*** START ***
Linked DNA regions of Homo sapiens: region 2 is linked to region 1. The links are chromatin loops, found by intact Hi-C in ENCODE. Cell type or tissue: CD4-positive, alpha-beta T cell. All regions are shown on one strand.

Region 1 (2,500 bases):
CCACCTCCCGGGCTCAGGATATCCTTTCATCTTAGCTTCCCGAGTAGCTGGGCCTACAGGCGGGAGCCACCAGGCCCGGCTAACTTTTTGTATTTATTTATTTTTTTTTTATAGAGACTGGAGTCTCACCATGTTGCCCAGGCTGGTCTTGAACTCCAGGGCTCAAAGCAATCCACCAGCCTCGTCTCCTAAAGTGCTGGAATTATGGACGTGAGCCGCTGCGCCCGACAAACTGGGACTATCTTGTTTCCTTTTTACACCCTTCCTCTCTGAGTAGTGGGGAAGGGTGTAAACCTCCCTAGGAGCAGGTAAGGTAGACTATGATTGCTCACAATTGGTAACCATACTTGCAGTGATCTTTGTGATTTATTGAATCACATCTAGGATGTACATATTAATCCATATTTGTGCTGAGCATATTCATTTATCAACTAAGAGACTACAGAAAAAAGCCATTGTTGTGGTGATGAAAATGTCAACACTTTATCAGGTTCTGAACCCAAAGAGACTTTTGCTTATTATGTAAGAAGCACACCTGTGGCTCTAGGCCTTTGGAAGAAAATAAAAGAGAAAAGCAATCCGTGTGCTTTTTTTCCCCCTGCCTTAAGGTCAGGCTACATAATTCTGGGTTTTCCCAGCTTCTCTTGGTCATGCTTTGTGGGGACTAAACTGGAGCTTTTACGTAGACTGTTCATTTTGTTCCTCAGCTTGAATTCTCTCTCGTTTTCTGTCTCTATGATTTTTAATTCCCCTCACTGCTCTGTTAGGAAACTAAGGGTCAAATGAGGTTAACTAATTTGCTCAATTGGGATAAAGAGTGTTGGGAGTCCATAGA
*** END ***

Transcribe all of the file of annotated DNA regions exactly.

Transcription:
Linked DNA regions of Homo sapiens: region 2 is linked to region 1. The links are chromatin loops, found by intact Hi-C in ENCODE. Cell type or tissue: CD4-positive, alpha-beta T cell. All regions are shown on one strand.

Region 1 (2,500 bases):
CCACCTCCCGGGCTCAGGATATCCTTTCATCTTAGCTTCCCGAGTAGCTGGGCCTACAGGCGGGAGCCACCAGGCCCGGCTAACTTTTTGTATTTATTTATTTTTTTTTTATAGAGACTGGAGTCTCACCATGTTGCCCAGGCTGGTCTTGAACTCCAGGGCTCAAAGCAATCCACCAGCCTCGTCTCCTAAAGTGCTGGAATTATGGACGTGAGCCGCTGCGCCCGACAAACTGGGACTATCTTGTTTCCTTTTTACACCCTTCCTCTCTGAGTAGTGGGGAAGGGTGTAAACCTCCCTAGGAGCAGGTAAGGTAGACTATGATTGCTCACAATTGGTAACCATACTTGCAGTGATCTTTGTGATTTATTGAATCACATCTAGGATGTACATATTAATCCATATTTGTGCTGAGCATATTCATTTATCAACTAAGAGACTACAGAAAAAAGCCATTGTTGTGGTGATGAAAATGTCAACACTTTATCAGGTTCTGAACCCAAAGAGACTTTTGCTTATTATGTAAGAAGCACACCTGTGGCTCTAGGCCTTTGGAAGAAAATAAAAGAGAAAAGCAATCCGTGTGCTTTTTTTCCCCCTGCCTTAAGGTCAGGCTACATAATTCTGGGTTTTCCCAGCTTCTCTTGGTCATGCTTTGTGGGGACTAAACTGGAGCTTTTACGTAGACTGTTCATTTTGTTCCTCAGCTTGAATTCTCTCTCGTTTTCTGTCTCTATGATTTTTAATTCCCCTCACTGCTCTGTTAGGAAACTAAGGGTCAAATGAGGTTAACTAATTTGCTCAATTGGGATAAAGAGTGTTGGGAGTCCATAGA